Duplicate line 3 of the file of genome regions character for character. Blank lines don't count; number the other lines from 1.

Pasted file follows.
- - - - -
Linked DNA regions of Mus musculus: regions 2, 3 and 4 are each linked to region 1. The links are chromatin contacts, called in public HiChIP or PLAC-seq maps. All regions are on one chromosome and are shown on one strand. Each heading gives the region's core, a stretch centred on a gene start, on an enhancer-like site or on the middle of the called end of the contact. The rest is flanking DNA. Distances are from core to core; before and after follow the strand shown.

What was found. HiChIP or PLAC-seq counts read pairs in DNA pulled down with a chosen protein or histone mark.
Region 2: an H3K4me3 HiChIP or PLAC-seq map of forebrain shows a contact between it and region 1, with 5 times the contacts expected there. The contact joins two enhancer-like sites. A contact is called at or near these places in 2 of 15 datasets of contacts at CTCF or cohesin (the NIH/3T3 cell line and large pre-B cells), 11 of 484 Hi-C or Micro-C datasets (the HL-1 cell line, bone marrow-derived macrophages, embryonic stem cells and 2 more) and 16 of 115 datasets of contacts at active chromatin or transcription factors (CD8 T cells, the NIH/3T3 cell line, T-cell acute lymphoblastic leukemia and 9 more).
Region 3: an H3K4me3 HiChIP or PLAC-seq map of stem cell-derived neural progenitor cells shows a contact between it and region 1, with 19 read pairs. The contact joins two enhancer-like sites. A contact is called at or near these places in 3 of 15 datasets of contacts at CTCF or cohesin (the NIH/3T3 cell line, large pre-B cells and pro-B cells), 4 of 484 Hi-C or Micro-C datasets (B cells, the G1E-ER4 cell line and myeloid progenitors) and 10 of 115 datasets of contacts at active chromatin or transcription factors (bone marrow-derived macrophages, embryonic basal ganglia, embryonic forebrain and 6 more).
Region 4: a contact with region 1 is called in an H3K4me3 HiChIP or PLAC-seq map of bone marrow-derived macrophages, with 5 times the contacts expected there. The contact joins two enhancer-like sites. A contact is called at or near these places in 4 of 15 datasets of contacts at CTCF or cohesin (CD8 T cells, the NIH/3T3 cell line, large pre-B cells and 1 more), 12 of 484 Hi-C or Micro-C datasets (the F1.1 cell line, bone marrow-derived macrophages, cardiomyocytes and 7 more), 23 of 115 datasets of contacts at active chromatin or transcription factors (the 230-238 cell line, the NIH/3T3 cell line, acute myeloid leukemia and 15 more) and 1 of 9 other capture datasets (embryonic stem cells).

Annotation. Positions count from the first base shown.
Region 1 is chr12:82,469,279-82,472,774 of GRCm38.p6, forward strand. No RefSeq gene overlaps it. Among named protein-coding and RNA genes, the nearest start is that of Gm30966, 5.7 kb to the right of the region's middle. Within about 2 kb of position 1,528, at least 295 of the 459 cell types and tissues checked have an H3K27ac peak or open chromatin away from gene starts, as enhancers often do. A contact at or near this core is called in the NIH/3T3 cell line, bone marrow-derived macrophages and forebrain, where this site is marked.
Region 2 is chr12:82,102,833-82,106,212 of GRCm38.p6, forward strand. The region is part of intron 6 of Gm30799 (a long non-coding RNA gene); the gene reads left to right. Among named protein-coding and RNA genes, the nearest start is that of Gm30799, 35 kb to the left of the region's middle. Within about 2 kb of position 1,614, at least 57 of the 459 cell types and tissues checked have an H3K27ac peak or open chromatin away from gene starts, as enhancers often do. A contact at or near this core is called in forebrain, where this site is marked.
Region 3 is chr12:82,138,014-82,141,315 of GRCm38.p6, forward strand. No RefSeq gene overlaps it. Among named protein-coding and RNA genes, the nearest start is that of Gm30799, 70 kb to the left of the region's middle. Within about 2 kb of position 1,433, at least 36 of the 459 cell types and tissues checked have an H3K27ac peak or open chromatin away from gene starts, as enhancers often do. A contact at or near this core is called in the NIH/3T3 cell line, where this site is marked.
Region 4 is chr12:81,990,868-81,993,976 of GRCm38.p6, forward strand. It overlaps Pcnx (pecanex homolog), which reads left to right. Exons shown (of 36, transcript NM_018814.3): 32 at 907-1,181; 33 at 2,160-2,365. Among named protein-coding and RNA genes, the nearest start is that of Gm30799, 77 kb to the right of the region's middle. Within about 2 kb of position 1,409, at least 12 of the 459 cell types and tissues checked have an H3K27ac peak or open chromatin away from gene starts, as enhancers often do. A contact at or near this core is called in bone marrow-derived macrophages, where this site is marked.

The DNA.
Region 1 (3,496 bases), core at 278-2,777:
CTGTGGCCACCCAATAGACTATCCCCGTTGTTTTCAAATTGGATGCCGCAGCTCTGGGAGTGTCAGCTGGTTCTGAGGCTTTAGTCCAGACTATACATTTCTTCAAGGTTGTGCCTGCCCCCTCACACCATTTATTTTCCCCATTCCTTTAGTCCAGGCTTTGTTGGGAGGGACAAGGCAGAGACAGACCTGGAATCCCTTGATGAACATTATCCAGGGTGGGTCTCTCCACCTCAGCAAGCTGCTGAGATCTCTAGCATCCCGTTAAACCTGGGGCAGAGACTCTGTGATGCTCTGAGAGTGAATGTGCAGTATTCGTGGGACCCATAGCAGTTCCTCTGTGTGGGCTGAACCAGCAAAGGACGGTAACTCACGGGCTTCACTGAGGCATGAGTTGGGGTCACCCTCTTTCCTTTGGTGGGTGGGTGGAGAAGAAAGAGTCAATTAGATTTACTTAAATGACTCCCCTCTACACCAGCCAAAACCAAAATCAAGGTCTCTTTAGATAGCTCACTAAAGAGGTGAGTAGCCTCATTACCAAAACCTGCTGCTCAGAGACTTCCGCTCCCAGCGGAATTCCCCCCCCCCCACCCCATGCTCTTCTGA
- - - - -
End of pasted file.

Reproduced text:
Region 2: an H3K4me3 HiChIP or PLAC-seq map of forebrain shows a contact between it and region 1, with 5 times the contacts expected there. The contact joins two enhancer-like sites. A contact is called at or near these places in 2 of 15 datasets of contacts at CTCF or cohesin (the NIH/3T3 cell line and large pre-B cells), 11 of 484 Hi-C or Micro-C datasets (the HL-1 cell line, bone marrow-derived macrophages, embryonic stem cells and 2 more) and 16 of 115 datasets of contacts at active chromatin or transcription factors (CD8 T cells, the NIH/3T3 cell line, T-cell acute lymphoblastic leukemia and 9 more).